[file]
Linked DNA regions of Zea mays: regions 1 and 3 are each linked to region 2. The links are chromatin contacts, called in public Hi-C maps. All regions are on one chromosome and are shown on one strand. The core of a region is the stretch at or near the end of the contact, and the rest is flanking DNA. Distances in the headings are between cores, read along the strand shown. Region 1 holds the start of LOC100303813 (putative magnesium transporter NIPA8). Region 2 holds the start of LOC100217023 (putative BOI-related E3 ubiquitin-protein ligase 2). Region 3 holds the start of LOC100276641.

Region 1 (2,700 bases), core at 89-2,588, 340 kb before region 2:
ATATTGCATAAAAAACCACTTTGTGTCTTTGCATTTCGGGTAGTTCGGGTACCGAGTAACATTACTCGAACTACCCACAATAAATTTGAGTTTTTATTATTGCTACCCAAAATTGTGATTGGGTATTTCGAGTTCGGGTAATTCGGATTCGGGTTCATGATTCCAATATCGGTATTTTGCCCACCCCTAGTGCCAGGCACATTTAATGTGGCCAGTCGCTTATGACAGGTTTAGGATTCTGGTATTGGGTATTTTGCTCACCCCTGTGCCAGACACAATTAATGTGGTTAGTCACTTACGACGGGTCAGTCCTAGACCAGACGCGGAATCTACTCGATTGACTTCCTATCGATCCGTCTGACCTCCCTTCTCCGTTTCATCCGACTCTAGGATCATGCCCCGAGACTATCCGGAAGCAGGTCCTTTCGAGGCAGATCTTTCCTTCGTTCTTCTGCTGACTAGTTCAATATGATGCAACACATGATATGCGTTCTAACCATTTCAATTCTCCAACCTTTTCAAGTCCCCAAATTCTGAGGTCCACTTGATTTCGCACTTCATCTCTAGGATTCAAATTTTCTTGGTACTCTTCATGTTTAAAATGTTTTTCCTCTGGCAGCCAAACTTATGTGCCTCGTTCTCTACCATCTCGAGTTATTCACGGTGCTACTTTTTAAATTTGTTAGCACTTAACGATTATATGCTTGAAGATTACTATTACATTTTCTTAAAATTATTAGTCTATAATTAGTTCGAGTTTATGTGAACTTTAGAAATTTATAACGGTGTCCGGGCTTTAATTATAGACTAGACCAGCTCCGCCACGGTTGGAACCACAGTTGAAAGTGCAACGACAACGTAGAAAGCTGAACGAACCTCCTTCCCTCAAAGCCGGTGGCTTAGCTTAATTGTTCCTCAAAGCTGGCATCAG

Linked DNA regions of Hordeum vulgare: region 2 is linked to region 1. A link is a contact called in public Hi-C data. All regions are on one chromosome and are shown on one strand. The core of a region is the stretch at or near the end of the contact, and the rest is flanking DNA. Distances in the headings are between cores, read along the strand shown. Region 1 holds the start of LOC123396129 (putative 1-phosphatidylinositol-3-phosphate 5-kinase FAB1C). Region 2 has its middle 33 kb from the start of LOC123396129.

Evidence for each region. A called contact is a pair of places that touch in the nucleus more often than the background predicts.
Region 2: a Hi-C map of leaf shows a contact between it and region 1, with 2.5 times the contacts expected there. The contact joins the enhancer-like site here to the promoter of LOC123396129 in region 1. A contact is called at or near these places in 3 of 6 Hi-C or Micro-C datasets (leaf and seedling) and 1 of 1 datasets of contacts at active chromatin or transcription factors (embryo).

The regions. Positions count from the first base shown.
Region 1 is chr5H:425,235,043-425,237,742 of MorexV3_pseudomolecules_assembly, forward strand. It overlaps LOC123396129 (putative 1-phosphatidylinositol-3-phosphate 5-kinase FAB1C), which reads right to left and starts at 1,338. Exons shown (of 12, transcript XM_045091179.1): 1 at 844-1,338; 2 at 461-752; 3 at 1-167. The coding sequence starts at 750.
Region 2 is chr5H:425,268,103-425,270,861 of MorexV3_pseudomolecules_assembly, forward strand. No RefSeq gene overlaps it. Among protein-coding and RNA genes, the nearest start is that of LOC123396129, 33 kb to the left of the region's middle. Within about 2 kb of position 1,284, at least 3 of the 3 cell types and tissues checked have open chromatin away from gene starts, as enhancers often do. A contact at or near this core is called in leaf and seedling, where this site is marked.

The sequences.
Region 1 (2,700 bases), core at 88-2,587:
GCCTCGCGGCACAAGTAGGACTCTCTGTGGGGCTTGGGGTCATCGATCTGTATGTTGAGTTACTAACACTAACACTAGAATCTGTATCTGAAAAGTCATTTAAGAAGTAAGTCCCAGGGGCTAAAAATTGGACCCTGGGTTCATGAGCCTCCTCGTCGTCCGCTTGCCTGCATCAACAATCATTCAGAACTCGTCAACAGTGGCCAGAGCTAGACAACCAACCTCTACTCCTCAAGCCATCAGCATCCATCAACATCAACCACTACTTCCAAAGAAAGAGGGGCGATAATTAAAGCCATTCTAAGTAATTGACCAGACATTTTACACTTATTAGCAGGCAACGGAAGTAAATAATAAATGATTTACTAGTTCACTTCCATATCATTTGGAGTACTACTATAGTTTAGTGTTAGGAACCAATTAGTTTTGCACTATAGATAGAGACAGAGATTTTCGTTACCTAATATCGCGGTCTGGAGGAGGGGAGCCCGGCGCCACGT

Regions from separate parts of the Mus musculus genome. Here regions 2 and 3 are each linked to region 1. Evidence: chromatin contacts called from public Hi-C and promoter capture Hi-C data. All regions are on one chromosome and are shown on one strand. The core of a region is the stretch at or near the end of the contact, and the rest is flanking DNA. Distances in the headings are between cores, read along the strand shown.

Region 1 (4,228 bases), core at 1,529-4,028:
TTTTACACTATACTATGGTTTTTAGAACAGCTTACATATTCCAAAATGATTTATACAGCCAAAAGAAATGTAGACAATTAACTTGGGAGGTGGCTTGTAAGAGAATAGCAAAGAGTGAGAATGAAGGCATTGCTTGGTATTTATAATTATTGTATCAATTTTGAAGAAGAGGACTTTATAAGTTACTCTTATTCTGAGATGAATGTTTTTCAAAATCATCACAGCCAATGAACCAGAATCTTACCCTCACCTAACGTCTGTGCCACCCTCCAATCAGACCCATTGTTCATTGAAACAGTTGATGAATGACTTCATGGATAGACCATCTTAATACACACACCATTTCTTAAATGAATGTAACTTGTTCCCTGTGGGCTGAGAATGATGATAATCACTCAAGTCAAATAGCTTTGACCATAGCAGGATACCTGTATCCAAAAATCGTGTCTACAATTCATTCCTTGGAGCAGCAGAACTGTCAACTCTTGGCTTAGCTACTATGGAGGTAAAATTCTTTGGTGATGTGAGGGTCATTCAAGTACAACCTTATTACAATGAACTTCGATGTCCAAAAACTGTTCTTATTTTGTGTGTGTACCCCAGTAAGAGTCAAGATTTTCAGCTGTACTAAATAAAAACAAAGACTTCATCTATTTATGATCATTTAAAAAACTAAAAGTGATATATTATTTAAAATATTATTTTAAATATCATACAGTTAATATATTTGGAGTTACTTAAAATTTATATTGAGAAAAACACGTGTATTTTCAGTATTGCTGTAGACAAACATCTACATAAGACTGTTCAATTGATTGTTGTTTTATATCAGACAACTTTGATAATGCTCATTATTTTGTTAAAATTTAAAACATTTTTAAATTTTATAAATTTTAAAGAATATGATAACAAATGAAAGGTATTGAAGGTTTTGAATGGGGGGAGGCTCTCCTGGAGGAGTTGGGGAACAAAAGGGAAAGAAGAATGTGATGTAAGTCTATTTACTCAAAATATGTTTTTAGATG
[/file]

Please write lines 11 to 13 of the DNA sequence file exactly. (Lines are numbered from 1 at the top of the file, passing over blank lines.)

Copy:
Region 1 (2,700 bases), core at 88-2,587:
GCCTCGCGGCACAAGTAGGACTCTCTGTGGGGCTTGGGGTCATCGATCTGTATGTTGAGTTACTAACACTAACACTAGAATCTGTATCTGAAAAGTCATTTAAGAAGTAAGTCCCAGGGGCTAAAAATTGGACCCTGGGTTCATGAGCCTCCTCGTCGTCCGCTTGCCTGCATCAACAATCATTCAGAACTCGTCAACAGTGGCCAGAGCTAGACAACCAACCTCTACTCCTCAAGCCATCAGCATCCATCAACATCAACCACTACTTCCAAAGAAAGAGGGGCGATAATTAAAGCCATTCTAAGTAATTGACCAGACATTTTACACTTATTAGCAGGCAACGGAAGTAAATAATAAATGATTTACTAGTTCACTTCCATATCATTTGGAGTACTACTATAGTTTAGTGTTAGGAACCAATTAGTTTTGCACTATAGATAGAGACAGAGATTTTCGTTACCTAATATCGCGGTCTGGAGGAGGGGAGCCCGGCGCCACGT

Regions from separate parts of the Mus musculus genome. Here regions 2 and 3 are each linked to region 1. Evidence: chromatin contacts called from public Hi-C and promoter capture Hi-C data. All regions are on one chromosome and are shown on one strand. The core of a region is the stretch at or near the end of the contact, and the rest is flanking DNA. Distances in the headings are between cores, read along the strand shown.